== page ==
Telling people you are dedicating the next three years of your life to studying mathematics is like telling them you want to eat nothing but spinach for the next month – the most common responses are “ew”, “really?” and “why?”. But don’t let that put you off! Choosing to study maths is a bold step but it is one of the best things you can do for your future. The prospects of a maths graduate are remarkably hopeful for this economic situation. A maths degree can open many doors and is useful in almost every workplace. Don’t get complacent though – the reason your degree is so highly sought after is because it is challenging, so don’t let your homeworks slip!
Speaking of homework, I have to address the workload. Yes, there is a lot to learn and yes, you may consider quitting at some point. But once you get to exam time and you finally know the whole syllabus, the eureka moment will come and everything will seem so much easier than it did when you were first introduced to the topic. Broadly speaking, mathematics students do not have much coursework, which frees up term time for fun. However we do have far more exams than most other students, so be prepared to become a pasty hermit for the month of May. The first time I went outside for more than half an hour after exams, I got sunburnt. In Wales.
As a girl studying maths, I get a lot of surprised looks when I tell people my subject. Taxi drivers, family friends and inquisitive hair dressers, especially those over the age of fifty, will do a double take and often say something like “wow good for you, you don’t get many female mathematicians!” or make some reference to companies’ equality quotas and how I’m sure to get a job since I am female. The reality is, although there is still a huge majority of male mathematics lecturers (1), the students on my course are approximately 40% female (a higher percentage than in computer science or physics), meaning my gender is unlikely to affect my employability in any significant way. The stereotype of mathematics graduates as young Asian males is not realistic and prevents more girls from choosing maths, since many feel it is not what they are expected to do.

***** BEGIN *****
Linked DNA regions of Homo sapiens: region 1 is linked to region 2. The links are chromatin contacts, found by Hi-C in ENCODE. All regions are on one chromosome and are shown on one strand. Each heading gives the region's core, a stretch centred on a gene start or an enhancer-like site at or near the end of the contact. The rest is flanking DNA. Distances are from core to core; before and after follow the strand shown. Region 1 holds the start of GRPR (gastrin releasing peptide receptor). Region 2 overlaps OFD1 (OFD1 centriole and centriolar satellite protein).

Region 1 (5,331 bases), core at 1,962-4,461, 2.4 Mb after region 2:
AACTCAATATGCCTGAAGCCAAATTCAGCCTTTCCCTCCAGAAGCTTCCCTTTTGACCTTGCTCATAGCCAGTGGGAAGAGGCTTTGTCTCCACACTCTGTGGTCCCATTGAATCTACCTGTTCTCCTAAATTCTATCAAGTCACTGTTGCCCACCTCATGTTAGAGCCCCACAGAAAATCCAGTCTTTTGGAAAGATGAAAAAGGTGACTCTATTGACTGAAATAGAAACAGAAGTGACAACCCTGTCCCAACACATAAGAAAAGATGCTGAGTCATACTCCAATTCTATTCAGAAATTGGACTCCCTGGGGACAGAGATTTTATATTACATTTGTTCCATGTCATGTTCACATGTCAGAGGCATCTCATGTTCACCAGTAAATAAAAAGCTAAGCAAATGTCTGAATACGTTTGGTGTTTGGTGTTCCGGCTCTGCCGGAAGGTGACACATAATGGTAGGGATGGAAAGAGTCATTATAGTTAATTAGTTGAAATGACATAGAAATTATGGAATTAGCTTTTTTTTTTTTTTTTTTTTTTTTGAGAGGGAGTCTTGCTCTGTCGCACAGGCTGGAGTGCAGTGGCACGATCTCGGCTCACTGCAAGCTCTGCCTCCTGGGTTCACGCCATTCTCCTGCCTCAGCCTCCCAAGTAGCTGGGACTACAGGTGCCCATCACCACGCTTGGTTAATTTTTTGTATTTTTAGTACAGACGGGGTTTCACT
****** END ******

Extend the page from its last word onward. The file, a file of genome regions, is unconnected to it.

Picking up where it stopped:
Although you may at times regret a subject that requires the tedious memorisation of proofs never to be mentioned again after exam day, nothing beats bonding with your classmates over that bit of complex analysis with the Cauchy-Riemann Integrals that none of you can seem to understand. You will also always have the satisfaction of knowing what an imaginary number is, or how 0.9999…. really equals 1. So good luck to everyone hoping to start their maths degree in September, and don’t let anyone call you a nerd for your subject choice – Brian May studied Physics and Mathematics at Imperial College London, and he’s a rock star!
 Lucy Ward has an interesting article on this subject for The Guardian, available at http://www.theguardian.com/lifeandstyle/the-womens-blog-with-jane-martinson/2013/mar/11/women-maths-professors-uk-universities
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